The purpose of the R/C Start Timer is to simplify the duties of the Race Committee. It accomplishes this by automating horns, displaying current sequence time, and by replacing the time-sensitive flag signals with automated lights.
This timer has been born from a proposal we made to the US Sailing organization for a lighted start sequence. That proposal can be seen in other posts on this page, as well as in the Sequences appendix of this user’s manual.
The latest version of the Start Timer is complete as of 2020. It has been used for two seasons with our club, the local sailing school, and at a club on Lake St. Clair.
The unit comes with its own battery, air compressor, buzzer, and digital display inside of a water-resistant box.
- Left Button: Power On
- Second Button: Run Sequence
- Right Button: Manual Horn (sounds as long as the button is held)
- Display: Count down (or count up) during the sequence. Also shows the configuration menu.
- 4-LED’s below screen: Ultra-bright, used to signal approaching flag changes (30 sec, 20, 10, 5,4,3,2,1,0)
- Built-in Buzzer: Audible alerts to the crew of the R/C boat of upcoming flag changes – buzzes in tune with the LED’s. Useful so your crew can watch the line instead of the timer screen!
The horns are made by Wolo and are easily audible in all directions for 2+ miles. It’s a good idea to mount them away from R/C personnel. They can be muffled if necessary.
The battery is a 12v 9Ah AGM and depending on use, rarely needs charging. Charger is built in. The timer has a low battery indicator which starts blinking when you’re down to around 5-10 sequences of battery life left. I typically charge it once mid-season (after 2-3 months of use, or around 50 sequences using both horns and lights).
The display uses large 1.2″ digits and can be seen from a distance. It can wash out in bright light, so position the display to not face the sun. The 4-LED’s below the screen can be seen in all lighting conditions – they and the buzzer make the screen redundant within 30 seconds of signals. After all – you should be watching the line, and not the timer!
Everything is water resistant. It can take heavy downpours! The only caveat is that it contains an air compressor – there are tiny air holes on the back side. Do not lay it face up in standing water or some water may be sucked in when the horns operate. Even if that happens, it should continue to run just fine. Simply remember to dry it out when you get back to shore. Note that this unit has been tested in fresh water only – your experience may vary in saltwater conditions.
This unit runs on an ATMega1284p processor (big brother to Arduino devices) on a custom printed circuit board.
The following sequences are supported, but the software can easily be updated to support ANY sequence you can think of:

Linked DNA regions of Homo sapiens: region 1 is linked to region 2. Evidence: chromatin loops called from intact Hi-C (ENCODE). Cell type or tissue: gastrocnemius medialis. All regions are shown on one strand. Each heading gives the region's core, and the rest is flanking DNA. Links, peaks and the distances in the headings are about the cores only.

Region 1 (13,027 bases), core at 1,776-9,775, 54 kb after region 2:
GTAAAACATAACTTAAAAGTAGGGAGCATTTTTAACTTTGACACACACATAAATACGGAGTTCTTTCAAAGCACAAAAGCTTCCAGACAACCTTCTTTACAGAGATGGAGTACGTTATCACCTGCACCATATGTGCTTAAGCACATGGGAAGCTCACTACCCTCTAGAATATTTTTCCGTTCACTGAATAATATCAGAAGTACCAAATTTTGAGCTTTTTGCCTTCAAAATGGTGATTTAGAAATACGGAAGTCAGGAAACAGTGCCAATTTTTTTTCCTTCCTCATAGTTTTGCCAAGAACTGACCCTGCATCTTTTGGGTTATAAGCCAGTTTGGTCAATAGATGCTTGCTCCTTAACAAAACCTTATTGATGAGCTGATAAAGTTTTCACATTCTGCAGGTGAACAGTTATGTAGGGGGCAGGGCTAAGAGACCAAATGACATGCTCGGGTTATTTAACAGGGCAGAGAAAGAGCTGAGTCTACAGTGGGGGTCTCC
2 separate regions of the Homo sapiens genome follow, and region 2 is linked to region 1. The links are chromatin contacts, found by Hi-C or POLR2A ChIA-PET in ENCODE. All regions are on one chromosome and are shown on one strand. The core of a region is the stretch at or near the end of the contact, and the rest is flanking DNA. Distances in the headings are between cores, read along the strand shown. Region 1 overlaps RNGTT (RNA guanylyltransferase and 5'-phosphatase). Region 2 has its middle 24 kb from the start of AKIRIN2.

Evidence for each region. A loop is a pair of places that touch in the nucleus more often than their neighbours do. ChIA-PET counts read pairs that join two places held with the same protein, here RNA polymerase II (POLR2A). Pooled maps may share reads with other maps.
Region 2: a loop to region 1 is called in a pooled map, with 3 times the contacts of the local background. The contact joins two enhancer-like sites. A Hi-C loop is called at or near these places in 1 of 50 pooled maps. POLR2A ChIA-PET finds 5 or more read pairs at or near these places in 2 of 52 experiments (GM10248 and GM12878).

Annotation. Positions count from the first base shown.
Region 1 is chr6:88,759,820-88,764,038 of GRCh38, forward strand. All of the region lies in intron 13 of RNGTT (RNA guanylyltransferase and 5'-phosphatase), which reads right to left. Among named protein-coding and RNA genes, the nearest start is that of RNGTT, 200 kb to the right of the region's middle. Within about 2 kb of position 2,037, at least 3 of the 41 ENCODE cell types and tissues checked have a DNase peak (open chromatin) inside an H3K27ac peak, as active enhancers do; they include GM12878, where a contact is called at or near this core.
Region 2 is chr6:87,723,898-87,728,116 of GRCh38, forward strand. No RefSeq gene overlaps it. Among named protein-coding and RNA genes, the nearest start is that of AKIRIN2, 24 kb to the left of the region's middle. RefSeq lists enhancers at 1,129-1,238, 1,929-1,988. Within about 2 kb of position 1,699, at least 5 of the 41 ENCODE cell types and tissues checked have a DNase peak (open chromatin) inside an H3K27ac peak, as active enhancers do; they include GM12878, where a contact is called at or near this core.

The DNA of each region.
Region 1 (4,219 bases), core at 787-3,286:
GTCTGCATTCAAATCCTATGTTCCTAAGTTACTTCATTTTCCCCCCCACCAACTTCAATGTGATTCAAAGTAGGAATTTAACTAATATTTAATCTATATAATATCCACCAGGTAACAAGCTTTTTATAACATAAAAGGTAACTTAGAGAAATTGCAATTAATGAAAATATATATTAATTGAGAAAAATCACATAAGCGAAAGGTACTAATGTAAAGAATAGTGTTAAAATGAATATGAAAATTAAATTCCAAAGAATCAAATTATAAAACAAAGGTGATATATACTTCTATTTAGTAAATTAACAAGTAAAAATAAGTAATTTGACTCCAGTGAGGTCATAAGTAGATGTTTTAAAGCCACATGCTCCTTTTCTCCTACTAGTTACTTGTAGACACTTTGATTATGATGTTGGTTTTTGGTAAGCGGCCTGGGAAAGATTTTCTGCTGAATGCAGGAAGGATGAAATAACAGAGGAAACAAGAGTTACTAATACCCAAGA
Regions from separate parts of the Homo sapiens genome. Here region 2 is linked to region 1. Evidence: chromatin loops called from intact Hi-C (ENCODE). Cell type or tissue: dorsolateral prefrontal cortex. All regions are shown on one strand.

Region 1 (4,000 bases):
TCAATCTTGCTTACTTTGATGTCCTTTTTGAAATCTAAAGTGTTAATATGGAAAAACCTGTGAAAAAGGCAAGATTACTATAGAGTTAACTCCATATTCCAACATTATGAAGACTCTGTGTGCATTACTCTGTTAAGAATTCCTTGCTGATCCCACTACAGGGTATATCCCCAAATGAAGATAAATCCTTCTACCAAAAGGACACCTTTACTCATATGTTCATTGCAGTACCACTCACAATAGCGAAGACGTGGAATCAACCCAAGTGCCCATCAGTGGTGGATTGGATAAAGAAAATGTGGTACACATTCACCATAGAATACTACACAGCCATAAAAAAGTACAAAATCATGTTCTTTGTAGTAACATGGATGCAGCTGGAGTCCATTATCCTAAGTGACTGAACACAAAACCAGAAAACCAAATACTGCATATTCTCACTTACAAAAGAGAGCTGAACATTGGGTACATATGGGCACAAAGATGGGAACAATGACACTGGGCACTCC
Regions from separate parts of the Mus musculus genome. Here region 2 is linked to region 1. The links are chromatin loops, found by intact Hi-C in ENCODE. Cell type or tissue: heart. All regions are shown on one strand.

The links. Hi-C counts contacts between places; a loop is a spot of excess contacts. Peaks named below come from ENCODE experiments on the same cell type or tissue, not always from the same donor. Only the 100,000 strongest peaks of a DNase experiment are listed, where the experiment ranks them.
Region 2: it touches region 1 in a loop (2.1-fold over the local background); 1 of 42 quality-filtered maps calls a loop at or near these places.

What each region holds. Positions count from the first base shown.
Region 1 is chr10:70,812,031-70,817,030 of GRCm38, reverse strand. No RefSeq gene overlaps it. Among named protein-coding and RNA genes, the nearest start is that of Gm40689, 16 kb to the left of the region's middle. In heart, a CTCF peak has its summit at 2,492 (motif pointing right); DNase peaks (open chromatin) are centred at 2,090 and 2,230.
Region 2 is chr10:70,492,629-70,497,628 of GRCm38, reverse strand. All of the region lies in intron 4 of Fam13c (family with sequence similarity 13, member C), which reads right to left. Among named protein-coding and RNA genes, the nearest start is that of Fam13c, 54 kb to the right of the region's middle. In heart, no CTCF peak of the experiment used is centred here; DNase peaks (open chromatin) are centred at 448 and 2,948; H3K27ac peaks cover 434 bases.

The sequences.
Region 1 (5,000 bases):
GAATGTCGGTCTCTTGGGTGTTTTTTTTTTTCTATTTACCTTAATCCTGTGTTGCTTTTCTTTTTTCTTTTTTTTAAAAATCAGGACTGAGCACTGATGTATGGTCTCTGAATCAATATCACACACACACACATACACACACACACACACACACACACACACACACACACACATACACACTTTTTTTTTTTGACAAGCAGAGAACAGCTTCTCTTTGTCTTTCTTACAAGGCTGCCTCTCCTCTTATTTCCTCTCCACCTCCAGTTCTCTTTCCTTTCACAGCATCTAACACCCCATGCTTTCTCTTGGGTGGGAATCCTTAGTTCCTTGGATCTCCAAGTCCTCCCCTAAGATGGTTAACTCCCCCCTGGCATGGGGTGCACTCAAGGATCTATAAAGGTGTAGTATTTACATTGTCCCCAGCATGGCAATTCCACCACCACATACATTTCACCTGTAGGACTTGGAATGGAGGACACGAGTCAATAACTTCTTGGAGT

- RRS 26
- RRS 26 (4-minute)
- RRS Appx U (Sound Signal)
- RRS Appx C (Match Racing)
- ICSA Appx C
- Numerous Rolling configurations and repetition settings.
- Numerous light visibility configurations.
Choosing which sequence to run is done in the menus (see the users guide for details).
Adding new sequences is done in the firmware. Such updates are emailed or posted online in the form of a small Hex file. Copy that file onto a MicroSD card (card is included, usb card reader is not), power the unit on, and your sequence or other software updates will be installed automatically.
(optional, but highly recommended)
This innovative concept replaces the two start sequence flags (Preparatory and Class Flag) with two sets of lights mounted vertically. Sailors simply look for the lights instead of flags: one light = one flag. Two lights = two flags. See the diagram and Sequences document for more details.
Currently, the lights are made up of super-bright leds from semi-trailer break lights. They are visible in bright sunlight from any direction at up to a mile or more. In overcast or dusk conditions, they can be seen for many miles (I may add a dimming feature for night use, if requested). They are visible in ALL conditions and have seen several years of use in hundreds of events – our sailors have found them to be easy to see, highly accurate, and the transition away from flags was easy for everyone to understand (from novice sailors to highly experienced sailors).
The benefit of lights are that they remove the “human factor” from the start sequence. Volunteer race committees often have variability in how they raise flags. +/- one second or more, is quite common. When do sailors start timing – when the flag starts to go up, or when it’s fully up? Some clubs use poles, some use pulleys, some clubs do things…other ways… In my 30+ years of running sailboat races, I have seen quite a variety of ways to raise flags, and as much variety in the reliability of timing from those signals. Why go through the hassle of recruiting/paying someone simply to raise flags when that position can be automated? Spare your crew for more important things, such as watching the line for over-earlies!
The device is very well built, and the circuits and software are highly refined, but assembly of components is very much a home-built product.
I was planning on making these, but time and supply-chain issues have put that on hold. I may be able to help others build their own if they have some electronics or software experience. Eventually, I may make this an open-source project.
Reach out us on the contact form below if you have any questions!